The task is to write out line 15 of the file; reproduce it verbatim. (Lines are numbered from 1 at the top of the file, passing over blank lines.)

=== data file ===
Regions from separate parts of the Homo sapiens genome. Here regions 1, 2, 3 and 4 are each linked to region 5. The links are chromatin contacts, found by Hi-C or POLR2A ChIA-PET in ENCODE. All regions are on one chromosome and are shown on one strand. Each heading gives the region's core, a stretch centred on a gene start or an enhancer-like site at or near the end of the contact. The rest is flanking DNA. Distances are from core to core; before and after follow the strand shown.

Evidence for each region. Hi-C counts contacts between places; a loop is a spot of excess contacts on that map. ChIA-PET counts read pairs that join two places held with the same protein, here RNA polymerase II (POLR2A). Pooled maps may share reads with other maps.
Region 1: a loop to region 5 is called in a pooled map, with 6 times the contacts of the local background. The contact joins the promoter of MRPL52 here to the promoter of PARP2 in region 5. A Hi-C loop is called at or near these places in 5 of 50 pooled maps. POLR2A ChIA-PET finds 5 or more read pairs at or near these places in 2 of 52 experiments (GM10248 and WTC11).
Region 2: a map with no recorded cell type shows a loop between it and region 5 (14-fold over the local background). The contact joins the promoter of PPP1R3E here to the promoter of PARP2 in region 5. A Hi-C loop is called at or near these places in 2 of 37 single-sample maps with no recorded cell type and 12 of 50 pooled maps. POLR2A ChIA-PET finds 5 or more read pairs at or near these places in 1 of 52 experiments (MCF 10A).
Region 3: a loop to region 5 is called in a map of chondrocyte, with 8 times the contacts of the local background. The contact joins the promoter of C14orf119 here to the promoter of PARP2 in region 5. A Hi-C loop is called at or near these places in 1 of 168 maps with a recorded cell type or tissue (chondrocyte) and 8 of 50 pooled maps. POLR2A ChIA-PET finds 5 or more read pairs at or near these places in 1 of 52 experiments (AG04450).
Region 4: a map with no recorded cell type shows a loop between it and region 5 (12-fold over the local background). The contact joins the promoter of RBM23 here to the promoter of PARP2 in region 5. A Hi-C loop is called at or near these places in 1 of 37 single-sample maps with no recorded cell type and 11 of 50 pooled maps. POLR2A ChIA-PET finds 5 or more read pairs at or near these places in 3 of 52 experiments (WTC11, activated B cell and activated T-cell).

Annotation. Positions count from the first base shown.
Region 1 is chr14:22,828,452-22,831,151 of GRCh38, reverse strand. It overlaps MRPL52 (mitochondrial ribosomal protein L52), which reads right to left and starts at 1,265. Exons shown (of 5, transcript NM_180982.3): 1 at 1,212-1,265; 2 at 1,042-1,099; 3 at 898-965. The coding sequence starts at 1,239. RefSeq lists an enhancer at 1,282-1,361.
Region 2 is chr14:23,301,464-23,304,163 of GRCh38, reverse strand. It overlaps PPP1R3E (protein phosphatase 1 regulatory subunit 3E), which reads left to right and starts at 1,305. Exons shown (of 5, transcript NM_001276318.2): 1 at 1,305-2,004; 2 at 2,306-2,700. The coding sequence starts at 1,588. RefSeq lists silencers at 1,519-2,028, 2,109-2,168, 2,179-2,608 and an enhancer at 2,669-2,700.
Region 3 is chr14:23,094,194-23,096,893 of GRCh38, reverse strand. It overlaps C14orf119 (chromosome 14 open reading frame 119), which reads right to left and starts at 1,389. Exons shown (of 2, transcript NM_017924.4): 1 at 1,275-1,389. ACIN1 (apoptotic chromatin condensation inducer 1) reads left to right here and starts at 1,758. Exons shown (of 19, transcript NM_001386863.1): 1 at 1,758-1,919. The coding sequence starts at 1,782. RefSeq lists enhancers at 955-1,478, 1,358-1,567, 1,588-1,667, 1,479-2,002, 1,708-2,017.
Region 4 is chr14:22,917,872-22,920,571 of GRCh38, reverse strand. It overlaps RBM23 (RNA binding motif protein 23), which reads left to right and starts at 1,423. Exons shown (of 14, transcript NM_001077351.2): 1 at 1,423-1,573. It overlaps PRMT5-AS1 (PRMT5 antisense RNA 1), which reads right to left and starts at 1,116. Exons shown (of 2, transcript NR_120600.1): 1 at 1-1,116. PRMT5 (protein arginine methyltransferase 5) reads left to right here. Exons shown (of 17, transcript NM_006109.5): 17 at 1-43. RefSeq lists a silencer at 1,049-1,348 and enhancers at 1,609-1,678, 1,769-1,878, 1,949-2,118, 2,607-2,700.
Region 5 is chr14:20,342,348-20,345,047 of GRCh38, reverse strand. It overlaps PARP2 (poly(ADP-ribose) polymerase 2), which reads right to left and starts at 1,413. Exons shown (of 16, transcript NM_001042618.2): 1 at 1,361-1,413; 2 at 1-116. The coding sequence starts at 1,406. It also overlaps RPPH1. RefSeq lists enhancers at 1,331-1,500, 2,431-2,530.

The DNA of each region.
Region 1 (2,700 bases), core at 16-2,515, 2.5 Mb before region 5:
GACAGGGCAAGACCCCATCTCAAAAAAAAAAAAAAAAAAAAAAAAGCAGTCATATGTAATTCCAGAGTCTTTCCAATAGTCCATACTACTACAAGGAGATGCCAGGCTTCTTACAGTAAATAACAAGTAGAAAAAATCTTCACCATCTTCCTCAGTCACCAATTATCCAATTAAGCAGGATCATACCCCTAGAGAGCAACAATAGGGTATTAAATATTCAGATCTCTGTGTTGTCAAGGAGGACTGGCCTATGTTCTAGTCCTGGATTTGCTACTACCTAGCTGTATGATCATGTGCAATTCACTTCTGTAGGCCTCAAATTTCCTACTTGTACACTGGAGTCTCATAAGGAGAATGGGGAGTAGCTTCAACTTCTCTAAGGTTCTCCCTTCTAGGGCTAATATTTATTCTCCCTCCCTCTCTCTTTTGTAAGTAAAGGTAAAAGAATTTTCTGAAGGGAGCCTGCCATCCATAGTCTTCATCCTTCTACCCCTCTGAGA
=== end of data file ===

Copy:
GACAGGGCAAGACCCCATCTCAAAAAAAAAAAAAAAAAAAAAAAAGCAGTCATATGTAATTCCAGAGTCTTTCCAATAGTCCATACTACTACAAGGAGATGCCAGGCTTCTTACAGTAAATAACAAGTAGAAAAAATCTTCACCATCTTCCTCAGTCACCAATTATCCAATTAAGCAGGATCATACCCCTAGAGAGCAACAATAGGGTATTAAATATTCAGATCTCTGTGTTGTCAAGGAGGACTGGCCTATGTTCTAGTCCTGGATTTGCTACTACCTAGCTGTATGATCATGTGCAATTCACTTCTGTAGGCCTCAAATTTCCTACTTGTACACTGGAGTCTCATAAGGAGAATGGGGAGTAGCTTCAACTTCTCTAAGGTTCTCCCTTCTAGGGCTAATATTTATTCTCCCTCCCTCTCTCTTTTGTAAGTAAAGGTAAAAGAATTTTCTGAAGGGAGCCTGCCATCCATAGTCTTCATCCTTCTACCCCTCTGAGA